Meta model deletions are how we pay attention to some parts of our experiences and not others. Really, we ignore or selectively attend more than we actually delete them, but hey, that’s what NLP- Neuro Linguistic Programming calls it.
When you ask a teenager “How was your day?” there is probably a lot he has deleted with his “Good” answer. Also lots you have deleted in the question itself. Open questions are like that.The millions of sights, sounds, smells and feelings in the external environment and our internal world would overwhelm us if we didn’t delete most of them. Deleting enables us for instance to talk on the phone in the middle of a crowded room. We tune in to what is important like hearing our name mentioned at a party.
We are also deleting information when we think of ourselves as having limited choices. We often overlook problem-solving strategies that recover deleted choices. Our habits and ways of doing things hide other options. I often hear people say “I’ve tried everything and nothing works” A little digging reveals two things they did half-heartedly.
Meta Model Deletions and Misunderstandings
It is easy to misunderstand someone’s communicating when you don’t understand what he or she has left out. If a child says she is hurt and won’t elaborate, you don’t know whether to call an ambulance or give her a hug.
It is also difficult to get your intended meaning to the other. Have you ever said something like “Can you please fix this report?” meaning to correct spelling mistakes and they have made it an extra five pages or some such?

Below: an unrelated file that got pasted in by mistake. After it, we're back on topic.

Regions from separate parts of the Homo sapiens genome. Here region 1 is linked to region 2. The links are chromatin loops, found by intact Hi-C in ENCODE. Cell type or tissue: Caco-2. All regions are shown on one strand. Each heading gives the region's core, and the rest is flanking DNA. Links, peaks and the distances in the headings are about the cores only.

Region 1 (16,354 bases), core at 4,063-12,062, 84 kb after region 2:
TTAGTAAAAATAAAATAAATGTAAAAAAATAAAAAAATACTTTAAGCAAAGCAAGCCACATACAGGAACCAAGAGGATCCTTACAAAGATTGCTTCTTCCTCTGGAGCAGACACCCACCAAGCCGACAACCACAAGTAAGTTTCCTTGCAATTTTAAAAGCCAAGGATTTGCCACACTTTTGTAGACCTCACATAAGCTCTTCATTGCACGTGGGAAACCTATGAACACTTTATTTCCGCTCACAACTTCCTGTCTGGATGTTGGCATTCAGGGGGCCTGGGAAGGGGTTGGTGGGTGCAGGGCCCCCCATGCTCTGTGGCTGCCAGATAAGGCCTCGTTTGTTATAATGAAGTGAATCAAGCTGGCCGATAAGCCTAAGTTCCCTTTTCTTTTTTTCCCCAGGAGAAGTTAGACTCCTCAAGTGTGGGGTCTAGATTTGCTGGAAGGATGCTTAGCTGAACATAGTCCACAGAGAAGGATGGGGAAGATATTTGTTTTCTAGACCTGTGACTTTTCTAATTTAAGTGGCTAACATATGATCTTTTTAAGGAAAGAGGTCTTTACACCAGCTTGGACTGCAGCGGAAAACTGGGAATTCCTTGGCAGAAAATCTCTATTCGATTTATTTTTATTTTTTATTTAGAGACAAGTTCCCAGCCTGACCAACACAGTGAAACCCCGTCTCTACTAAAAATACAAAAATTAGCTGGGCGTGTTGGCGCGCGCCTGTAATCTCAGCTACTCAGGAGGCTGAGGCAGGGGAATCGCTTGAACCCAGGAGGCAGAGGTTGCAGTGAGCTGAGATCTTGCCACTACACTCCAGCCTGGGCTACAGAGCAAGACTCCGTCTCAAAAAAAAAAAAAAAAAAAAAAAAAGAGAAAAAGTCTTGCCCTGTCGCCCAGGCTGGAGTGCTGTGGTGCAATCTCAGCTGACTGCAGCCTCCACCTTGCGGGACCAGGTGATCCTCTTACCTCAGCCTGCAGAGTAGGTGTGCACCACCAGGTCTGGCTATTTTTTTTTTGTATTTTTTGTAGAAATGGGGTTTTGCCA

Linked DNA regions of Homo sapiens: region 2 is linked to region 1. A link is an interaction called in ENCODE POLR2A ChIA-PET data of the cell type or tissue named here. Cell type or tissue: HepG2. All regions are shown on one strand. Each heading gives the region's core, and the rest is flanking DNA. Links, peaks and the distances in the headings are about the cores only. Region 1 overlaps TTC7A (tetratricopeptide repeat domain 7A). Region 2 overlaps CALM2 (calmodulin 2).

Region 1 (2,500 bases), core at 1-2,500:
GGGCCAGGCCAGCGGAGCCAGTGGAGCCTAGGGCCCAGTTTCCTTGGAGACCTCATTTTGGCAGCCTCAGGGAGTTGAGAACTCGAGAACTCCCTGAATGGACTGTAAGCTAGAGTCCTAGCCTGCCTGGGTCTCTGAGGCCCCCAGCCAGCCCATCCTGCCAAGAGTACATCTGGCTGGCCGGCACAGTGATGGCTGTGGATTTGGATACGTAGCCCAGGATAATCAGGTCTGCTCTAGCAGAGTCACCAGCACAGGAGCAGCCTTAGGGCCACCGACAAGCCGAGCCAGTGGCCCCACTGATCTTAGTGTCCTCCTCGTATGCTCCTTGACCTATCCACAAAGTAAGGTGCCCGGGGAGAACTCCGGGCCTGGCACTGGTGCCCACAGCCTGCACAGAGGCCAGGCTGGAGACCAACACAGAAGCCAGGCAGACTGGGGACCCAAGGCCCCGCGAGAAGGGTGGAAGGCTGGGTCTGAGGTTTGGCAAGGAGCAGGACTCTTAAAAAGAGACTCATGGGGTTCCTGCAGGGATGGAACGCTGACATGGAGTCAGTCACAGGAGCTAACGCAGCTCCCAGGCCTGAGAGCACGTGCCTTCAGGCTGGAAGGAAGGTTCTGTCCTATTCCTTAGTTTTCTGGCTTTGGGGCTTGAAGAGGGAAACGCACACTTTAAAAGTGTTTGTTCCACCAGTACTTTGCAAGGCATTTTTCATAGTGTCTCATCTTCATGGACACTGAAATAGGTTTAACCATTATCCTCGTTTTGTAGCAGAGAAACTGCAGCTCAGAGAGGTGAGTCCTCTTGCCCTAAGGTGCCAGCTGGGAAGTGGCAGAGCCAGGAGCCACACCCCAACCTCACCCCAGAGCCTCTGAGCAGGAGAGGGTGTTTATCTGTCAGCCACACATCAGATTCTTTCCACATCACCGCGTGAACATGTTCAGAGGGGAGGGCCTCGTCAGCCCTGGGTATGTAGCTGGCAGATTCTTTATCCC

We remember the things that are important or significant to us. Out of all the millions of experiences in the 10 or so years of childhood, most people will remember half a dozen clearly.
If someone said to you “I will give you a million dollars if you can prove to me you had a happy, exciting, miserable or boring childhood” most could find some very convincing stories. Unfortunately many people use this absolutely extraordinary and powerful capability to make themselves miserable.
Unspecified nouns are nouns (the person/being or thing part) where you don’t know who (NLP calls this a lack of referential index) or what they are talking about.
Unspecified verbs are verbs (the doing part) in a sentence that don’t fully describe the action taking place. They don’t give enough information to let you know what is going on for them. People usually fill in the gap with their own experience – called mind reading.
Simple deletions are where we leave out or lose part of the meaning. You can notice them in sentences with it and that. Also when referring to missing descriptions (adjectives) – as in “Please give me the report.”
Comparative deletions are where we make a comparison but don’t explain what we are comparing. There is some kind of standard involved.
Ly Adverbs are words with an “ly” on the end, like unfortunately. These are sneaky things, because the judgment underneath slips under our radar. We tend to accept the sentence without questioning whether it is true.